by Bunthay Cheam
Over 30 photographs of those killed by police sat on steps in the foreground of a press conference organized by the family of Jesse Sarey, a Khmer American man shot and killed by Auburn police officer Jeff Nelson in 2019. The press conference took place on the front steps of the Maleng Regional Justice Center in Kent, Washington.
“Since 2018, there’s been 107 names added to the list that police have killed; Jeff Nelson added Jesse to that list so he needs to be held accountable,” said Kelli Saeteurn, a family member of Sarey.
Continue reading Trial of Auburn Officer Delayed, but Family of Jesse Sarey Continues Fighting
by Jack Russillo
For the third time in as many months, the case involving the police officer who shot and killed Jesse Sarey was delayed.
On Nov. 13, the third Order for Continuance in The State of Washington vs Jeffrey Nelson case was filed from the defense, pushing back the next hearing until Jan. 20, 2021.
After the case’s arraignment on Aug. 24 — in which Nelson was charged with second-degree murder and first-degree assault — Nelson made bail the same day and has been on electronic home monitoring since. In September, Nelson’s defense filed a motion to change judges from one other than King County Superior Court Judge Veronica Galván. That motion was tabled and Galván will remain the judge on the case until the case moves to trial.
Continue reading As Murder Trial Delayed a Third Time, Auburn Police Officer Who Shot Jesse Sarey Still Employed and Receiving $100K Salary
by Jack Russillo
The attorney for Jeff Nelson, an Auburn police officer charged with second-degree murder and first-degree assault for the killing of Jesse Sarey in Auburn in May 2019, filed a motion to change judges in the case.
Continue reading Attorney for Auburn Police Officer Charged With Murder Files Motion to Change Judge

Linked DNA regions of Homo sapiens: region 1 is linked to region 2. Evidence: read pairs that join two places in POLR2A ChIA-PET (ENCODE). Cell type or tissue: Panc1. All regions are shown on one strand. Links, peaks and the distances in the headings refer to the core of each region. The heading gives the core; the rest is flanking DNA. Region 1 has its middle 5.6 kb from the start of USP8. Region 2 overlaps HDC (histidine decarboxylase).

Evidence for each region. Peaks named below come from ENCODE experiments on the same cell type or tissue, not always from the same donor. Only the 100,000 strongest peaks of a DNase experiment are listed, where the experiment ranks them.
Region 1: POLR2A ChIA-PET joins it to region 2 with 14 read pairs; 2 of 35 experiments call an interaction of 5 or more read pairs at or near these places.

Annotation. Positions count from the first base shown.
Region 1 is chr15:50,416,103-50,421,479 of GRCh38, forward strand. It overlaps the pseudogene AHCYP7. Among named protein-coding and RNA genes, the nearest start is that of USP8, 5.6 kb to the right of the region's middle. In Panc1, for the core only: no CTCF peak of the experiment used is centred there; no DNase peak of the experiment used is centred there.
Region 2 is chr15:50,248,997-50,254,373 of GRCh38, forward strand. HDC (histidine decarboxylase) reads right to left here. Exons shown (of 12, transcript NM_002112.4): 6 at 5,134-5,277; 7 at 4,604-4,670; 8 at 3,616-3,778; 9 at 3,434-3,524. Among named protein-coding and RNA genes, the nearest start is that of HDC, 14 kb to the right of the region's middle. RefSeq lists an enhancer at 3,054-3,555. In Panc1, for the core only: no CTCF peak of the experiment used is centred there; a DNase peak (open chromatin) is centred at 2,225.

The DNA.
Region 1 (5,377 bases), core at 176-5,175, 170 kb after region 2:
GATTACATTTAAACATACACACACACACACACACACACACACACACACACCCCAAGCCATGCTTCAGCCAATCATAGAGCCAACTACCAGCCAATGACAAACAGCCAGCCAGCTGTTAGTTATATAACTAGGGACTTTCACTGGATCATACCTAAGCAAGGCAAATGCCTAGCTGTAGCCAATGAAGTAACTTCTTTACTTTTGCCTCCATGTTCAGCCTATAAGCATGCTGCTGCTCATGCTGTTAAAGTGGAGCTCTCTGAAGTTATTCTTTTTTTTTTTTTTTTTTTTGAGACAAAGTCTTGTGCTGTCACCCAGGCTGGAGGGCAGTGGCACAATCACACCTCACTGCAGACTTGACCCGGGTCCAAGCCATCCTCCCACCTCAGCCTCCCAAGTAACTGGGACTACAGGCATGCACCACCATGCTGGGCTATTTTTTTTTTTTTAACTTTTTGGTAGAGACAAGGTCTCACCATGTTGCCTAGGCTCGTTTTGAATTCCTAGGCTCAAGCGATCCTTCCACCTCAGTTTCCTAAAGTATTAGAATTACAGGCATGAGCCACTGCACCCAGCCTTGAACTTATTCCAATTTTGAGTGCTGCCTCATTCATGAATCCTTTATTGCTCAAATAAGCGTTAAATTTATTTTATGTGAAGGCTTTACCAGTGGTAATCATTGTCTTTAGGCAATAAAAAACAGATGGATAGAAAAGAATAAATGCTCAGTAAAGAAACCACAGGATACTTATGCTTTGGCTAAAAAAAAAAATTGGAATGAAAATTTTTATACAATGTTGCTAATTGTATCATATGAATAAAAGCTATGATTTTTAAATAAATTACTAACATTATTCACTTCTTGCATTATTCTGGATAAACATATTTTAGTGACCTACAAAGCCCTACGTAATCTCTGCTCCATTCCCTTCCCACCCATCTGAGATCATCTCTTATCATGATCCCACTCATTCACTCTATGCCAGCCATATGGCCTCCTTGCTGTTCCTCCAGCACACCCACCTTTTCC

by Kari Plog
(This article was originally published by KNKX and has been reprinted with permission.)
Last Friday would have been Manuel Ellis’ 34th birthday.
“I was there when he was born,” Regina Ellis Burnett said of her nephew. “Unfortunately, I was not there when his life was taken. We’re here to celebrate.”
It’s been nearly six months since Ellis was killed by Tacoma police. A state investigation is underway, but the family says it’s not moving fast enough. They held a press conference Friday announcing their intent to sue the City of Tacoma for $30 million in damages. Attorney James Bible has filed a precursor to the lawsuit, known as a tort claim.
Continue reading ‘The Journey Is Not Yours Alone.’ Birthday Celebration, Mural Honor Life of Manuel Ellis
by Jack Russillo
Jeff Nelson, the Auburn Police officer who shot 26-year-old Jesse Sarey in May 2019, was charged with second-degree murder and first-degree assault by King County Prosecutor Dan Satterberg on Thursday, August 20. Nelson was arrested on Monday morning at the Maleng Regional Justice Center and his bail was set at $500,000. If he posts bail, he will go into electronic home detention. Nelson pleaded not guilty to both charges.
Continue reading Auburn Police Officer Charged with Second-Degree Murder, Assault in the First Degree
by Geov Parrish
Nationally, Tuesday’s election pretty much went as polls suggested they would. With Democrats and Republicans highly motivated to vote this year, 2018’s midterms have shattered all kinds of national election turnout records for a non-presidential year. In Washington State, however, the 1970 record, which topped a whopping 70 percent, remains unchallenged. But with that enthusiasm, far more people than usual voted early: Almost half of the state’s 4.3 million registered voters had their ballots counted with the state’s first release of election totals on Tuesday night. That will likely be at least two-thirds of the final total of voters. That means that candidates with a significant first-night lead in key races will be difficult to overcome as more ballots are counted.
Continue reading King County Swung Left, Statewide Measures Were Split, and Many Races Remain Too Close to Call
by Susan Fried
“There is a difference between a moment and a movement,” said Gabriel Prawl, the President of the Seattle branch of the A. Philip Randolph Association. “The meaning of a movement is sacrifice, a moment is we are just here today, we go home and it’s over, a movement is when we leave here today we continue to do something that makes change, we continue to organize, to bring people together, we continue to face the issues and we are not afraid to speak to power.”
Continue reading Million Worker March Event Highlights Local Efforts for Equity